Sometime back, before I became totally frustrated with my inability to place the little white ball in the hole and before I started playing this adult game of hide n' seek, someone asked a golfing question.
"If you could play in any foursome, who would your playing partners be?"
Athletes, movie stars and world leaders were the most popular choices given by the four friends engaged in their weekly game of "skins." I don't recall my three picks. I think one of them was President Kennedy. But, if I were asked the same question now, my choices would be different. Three years post-genealogy, the criteria for inclusion in this group has changed from
fame to family. I am now possessed by a burning "need to know" and there are many lingering questions, questions that those being considered could answer.
I'd like to walk the fairways with William Peters, my ggg uncle and brother to my gg grandfather Jonathan Peters. I'd ask him about the walk he took on 3 July 1863, his last walk. It was about a mile, an uphill journey in the humid heat of a summer afternoon, a march out in the open, a trip toward a deeply entrenched and better supplied enemy. Did he feel like a duck in a shooting gallery? William Peters followed General Lewis Armistead up Gettysburg's Cemetery Ridge, during what history has called "Pickett's Charge."
I'd like to stand on the tee with Elijah Coleman, my gg grandfather. I'd ask him about his parents. Did he know them? He never did live with them. Elijah, who wore the moniker of "half breed," was moved around from family to family as a youngster. I've been told that at least one of those families mistreated the boy, worked him like a slave because of his Cherokee heritage. Oral legend tells us that he lived with a family of Withrows. There is documented evidence that he also lived with the Greenes and Fishers. While with the Fishers, he trained to be a blacksmith. How did he come to acquire the Coleman surname?
I'd like to watch Margaret Pritt, my gg grandmother, drive the ball from the ladies' tee. She never married and had at least three sons out-of-wedlock. Did the children have the same Dad or were they by different men? They all went by Pritt, her maiden name, as is often customary in this situation. Why has the family, for so long, kept this secret? Somebody knows! There is oral and circumstantial evidence leaning toward a Cantrell man being a father of at least one of the boys.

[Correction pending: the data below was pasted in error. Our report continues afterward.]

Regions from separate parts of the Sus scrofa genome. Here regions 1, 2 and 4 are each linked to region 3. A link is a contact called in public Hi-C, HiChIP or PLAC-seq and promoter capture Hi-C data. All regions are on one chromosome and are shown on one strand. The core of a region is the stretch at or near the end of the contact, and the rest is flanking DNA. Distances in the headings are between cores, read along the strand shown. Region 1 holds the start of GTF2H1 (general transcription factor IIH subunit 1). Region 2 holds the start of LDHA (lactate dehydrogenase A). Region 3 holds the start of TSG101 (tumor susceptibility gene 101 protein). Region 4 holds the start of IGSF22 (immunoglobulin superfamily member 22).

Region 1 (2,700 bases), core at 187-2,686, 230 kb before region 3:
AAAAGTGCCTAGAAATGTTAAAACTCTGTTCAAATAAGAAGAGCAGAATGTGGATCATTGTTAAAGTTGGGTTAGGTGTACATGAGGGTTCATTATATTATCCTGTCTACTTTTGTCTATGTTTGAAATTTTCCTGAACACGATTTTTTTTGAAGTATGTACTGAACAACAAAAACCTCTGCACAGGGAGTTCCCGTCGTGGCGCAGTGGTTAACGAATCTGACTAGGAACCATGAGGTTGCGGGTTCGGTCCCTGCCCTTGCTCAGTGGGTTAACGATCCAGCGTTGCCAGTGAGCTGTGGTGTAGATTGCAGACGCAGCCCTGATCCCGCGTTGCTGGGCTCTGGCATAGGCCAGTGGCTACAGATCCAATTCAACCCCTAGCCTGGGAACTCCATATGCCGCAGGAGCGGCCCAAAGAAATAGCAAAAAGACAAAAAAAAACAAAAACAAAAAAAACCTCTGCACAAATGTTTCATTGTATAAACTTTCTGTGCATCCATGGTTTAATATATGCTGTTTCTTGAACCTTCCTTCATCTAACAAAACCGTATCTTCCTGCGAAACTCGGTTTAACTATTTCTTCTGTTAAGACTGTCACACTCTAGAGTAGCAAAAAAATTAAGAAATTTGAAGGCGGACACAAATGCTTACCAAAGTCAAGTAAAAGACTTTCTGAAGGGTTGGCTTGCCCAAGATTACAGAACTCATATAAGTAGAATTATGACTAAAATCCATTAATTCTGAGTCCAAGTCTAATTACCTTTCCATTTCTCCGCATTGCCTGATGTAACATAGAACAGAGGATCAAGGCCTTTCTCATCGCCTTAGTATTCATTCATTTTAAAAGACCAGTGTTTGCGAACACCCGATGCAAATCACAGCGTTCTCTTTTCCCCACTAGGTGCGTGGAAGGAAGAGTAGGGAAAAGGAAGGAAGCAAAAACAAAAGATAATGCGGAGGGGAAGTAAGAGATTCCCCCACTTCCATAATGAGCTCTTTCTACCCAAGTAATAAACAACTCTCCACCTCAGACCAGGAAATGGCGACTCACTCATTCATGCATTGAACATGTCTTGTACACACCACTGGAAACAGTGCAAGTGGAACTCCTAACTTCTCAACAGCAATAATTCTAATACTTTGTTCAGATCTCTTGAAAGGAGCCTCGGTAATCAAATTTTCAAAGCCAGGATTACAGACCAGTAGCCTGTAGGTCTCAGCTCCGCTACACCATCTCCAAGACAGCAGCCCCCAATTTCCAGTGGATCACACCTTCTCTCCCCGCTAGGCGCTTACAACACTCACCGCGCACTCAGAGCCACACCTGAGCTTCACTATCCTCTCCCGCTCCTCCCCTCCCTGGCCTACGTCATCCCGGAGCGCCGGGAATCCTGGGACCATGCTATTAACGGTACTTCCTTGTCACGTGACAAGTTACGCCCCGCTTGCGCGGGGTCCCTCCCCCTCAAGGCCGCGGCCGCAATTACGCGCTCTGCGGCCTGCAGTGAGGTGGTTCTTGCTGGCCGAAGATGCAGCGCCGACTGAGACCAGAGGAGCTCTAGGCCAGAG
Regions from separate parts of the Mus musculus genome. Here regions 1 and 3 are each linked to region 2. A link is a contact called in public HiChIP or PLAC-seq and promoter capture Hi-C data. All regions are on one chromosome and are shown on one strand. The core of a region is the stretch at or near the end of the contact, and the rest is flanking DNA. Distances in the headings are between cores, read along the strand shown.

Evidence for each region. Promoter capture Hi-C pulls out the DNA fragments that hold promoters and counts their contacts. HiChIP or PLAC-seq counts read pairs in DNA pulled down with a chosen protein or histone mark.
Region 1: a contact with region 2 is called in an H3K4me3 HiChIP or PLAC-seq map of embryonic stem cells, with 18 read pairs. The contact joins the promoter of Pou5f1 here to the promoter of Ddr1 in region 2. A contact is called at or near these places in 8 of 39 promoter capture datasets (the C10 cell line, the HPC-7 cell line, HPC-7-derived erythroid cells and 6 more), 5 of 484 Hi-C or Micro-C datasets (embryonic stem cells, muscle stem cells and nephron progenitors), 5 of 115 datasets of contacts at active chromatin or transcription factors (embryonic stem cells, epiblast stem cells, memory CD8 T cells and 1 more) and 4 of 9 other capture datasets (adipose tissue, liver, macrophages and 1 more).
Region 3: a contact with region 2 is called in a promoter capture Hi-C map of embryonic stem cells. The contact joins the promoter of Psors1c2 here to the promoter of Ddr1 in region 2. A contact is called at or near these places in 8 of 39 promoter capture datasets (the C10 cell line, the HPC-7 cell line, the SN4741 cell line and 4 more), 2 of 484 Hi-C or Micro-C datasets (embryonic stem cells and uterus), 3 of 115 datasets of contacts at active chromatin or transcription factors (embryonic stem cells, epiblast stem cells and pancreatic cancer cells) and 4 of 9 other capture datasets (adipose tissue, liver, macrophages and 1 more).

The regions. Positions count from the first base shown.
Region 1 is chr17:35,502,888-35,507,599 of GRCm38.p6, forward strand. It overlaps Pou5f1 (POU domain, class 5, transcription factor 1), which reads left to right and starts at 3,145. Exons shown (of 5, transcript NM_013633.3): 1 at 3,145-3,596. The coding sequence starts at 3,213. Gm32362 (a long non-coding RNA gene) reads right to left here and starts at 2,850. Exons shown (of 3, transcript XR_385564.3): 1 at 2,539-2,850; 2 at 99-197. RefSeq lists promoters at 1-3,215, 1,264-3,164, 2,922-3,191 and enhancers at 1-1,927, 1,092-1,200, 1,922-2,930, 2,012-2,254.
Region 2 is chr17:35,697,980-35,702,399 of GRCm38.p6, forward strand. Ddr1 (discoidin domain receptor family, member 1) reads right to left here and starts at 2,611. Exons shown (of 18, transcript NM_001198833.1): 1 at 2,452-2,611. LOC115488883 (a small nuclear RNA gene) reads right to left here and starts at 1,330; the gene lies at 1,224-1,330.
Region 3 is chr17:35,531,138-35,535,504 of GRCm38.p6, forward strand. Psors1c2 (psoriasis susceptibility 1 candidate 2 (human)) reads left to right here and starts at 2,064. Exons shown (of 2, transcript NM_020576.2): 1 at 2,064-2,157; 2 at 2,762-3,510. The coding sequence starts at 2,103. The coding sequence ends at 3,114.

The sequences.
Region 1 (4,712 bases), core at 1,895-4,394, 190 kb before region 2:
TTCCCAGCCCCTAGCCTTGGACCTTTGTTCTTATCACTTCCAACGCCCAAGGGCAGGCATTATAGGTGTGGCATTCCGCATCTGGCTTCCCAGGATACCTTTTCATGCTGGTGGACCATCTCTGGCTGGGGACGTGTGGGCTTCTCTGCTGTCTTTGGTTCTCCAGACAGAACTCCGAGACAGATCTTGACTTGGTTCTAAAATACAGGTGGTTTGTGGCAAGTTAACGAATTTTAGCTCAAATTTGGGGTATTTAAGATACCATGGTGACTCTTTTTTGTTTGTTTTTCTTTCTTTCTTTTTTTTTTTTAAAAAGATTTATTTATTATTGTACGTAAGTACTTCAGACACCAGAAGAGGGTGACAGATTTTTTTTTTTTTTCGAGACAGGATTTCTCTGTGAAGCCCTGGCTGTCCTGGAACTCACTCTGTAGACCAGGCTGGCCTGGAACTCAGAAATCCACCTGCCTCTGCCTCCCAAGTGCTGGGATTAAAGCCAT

I'd like to watch Nancy McMillian hit from the rough. She was my ggg grandmother and wife of George Milam. Dudley Milam, her son, was my gg granddad. I used to be pretty confident that Dudley was the son of George Milam. Sure, I realized that he was born shortly before Nancy's marriage to George. Since Dudley carried the Milam name and not the McMillian name, I believed that he was George's. George just got cold feet and was late getting to the altar. But he did eventually get there. That was my take on things, until I read an article by Dennis Gene Milam. The article raised doubt about George Milam being Dudley's father. Without any evidence to back his claim, Dennis Gene Milam wrote that Dudley may be the son of a Cozart man and not George Milam. Sure George raised him and was very much his father. But in genealogy an absent possibly deadbeat father overrides a kind, caring and giving stepfather every time. Genealogy is not about being there. It's all about the DNA. And while the article did not offer any real evidence, it did cast a shadow of a doubt over things. Is Dennis Gene Milam's information accurate? Do I now need to start researching the Cozart family?
I'd proudly play alongside grandfathers Captain Ralph Stewart and Private Reuben Huffman, men who fought for the 13 colonies' independence in our Revolutionary War. Did the officer and the enlisted man know George Washington? Reuben's name is among those listed on the muster rolls of men who served at Valley Forge. Ralph was one of the men chosen by the "Father of our Country" to guard Lord Cornwallis after the British surrendered at Yorktown. That duty would surely fall to someone who had the General's ear, to a confidant, to someone the General trusted, respected and knew personally. Wouldn't it? Letters to and from a Robert Stewart are found among the papers of George Washington. Was this Robert the uncle of Captain Ralph as some have theorized?
The three playing partners I pick may not have the answers or may not want to divulge them to their inquisitive descendant. But it sure would be fun asking those questions. Golf would be enjoyable again, like it was when I was a kid. Three putting greens, slicing into the woods and hitting into bunkers would be encouraged. More shots equate to a longer round and more opportunities to ask questions. More shots mean more time enjoying the outdoors. More shots mean more time spent with family. An in-law of mine calls that "quality time." Whatever you make of it, it's definitely a brand of golf, that even this hacker can play.
Thanks for listening and as my Grandma Coleman used to say, "Ya'll come!"